This is a paradox. New federal data show that the four-year high school graduation rate is up to 82%. But at the same time, college-going rates are down.

The high school graduation rate is at a historic high. The state with the highest graduation rate is Iowa, at 91%. The jurisdiction with the lowest graduation rate is the District of Columbia, at 61%.

The 82% rate understates the proportion of students who receive a high school diploma. Reformers decided a few years ago to pay attention only to the four-year rate, without exception. This, students who graduate in August instead of May or June are not counted. Students who took five or even six years to get their degree are not counted. When the U.S. Census Bureau counts the percentage of high school graduates in the age range of 18-24, the numbers are much higher for every group because the U.S. Department of Education’s methodology excludes anyone who required more than four years to graduate.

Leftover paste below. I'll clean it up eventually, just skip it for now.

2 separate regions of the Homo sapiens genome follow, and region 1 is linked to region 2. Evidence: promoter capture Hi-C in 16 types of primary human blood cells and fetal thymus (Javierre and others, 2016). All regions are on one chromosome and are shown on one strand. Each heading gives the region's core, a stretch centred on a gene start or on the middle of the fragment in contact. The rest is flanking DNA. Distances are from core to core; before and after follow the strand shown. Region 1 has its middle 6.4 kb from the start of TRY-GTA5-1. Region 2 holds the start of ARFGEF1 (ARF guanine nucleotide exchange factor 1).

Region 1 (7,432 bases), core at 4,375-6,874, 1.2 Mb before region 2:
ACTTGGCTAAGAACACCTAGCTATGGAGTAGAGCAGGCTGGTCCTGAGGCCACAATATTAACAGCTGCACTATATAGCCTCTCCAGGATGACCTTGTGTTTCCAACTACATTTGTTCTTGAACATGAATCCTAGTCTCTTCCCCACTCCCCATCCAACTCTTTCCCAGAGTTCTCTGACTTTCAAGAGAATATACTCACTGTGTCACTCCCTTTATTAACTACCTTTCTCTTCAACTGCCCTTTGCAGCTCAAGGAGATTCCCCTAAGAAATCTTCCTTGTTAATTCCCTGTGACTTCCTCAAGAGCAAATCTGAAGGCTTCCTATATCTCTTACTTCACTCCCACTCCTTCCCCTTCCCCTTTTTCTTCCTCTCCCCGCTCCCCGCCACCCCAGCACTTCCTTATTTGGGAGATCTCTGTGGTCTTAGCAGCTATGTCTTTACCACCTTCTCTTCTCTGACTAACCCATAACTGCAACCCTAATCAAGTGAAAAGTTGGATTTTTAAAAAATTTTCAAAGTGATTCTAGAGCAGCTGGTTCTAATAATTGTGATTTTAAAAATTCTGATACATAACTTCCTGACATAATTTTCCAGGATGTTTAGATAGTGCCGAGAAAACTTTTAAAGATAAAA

Jon Marcus writes in “The Hechinger Report” about the decline in college-going rates, especially in community colleges and for-profit “universities.”

He writes:

“Enrollments at colleges and universities dropped for the eighth semester in a row this fall, down nearly 2 percent below what they were last fall, new figures show.

“The number of students over 24 continued to decline sharply—more than 4 percent—according to the National Student Clearinghouse Research Center, which tracks this. Enrollment at four-year for-profit institutions plunged by nearly 14 percent.

“U.S. university and college enrollment has fallen 6 percent in the last four years….

“In all, U.S. university and college enrollment has fallen 6 percent in the last four years, even as policymakers push to increase the proportion of the population with degrees.”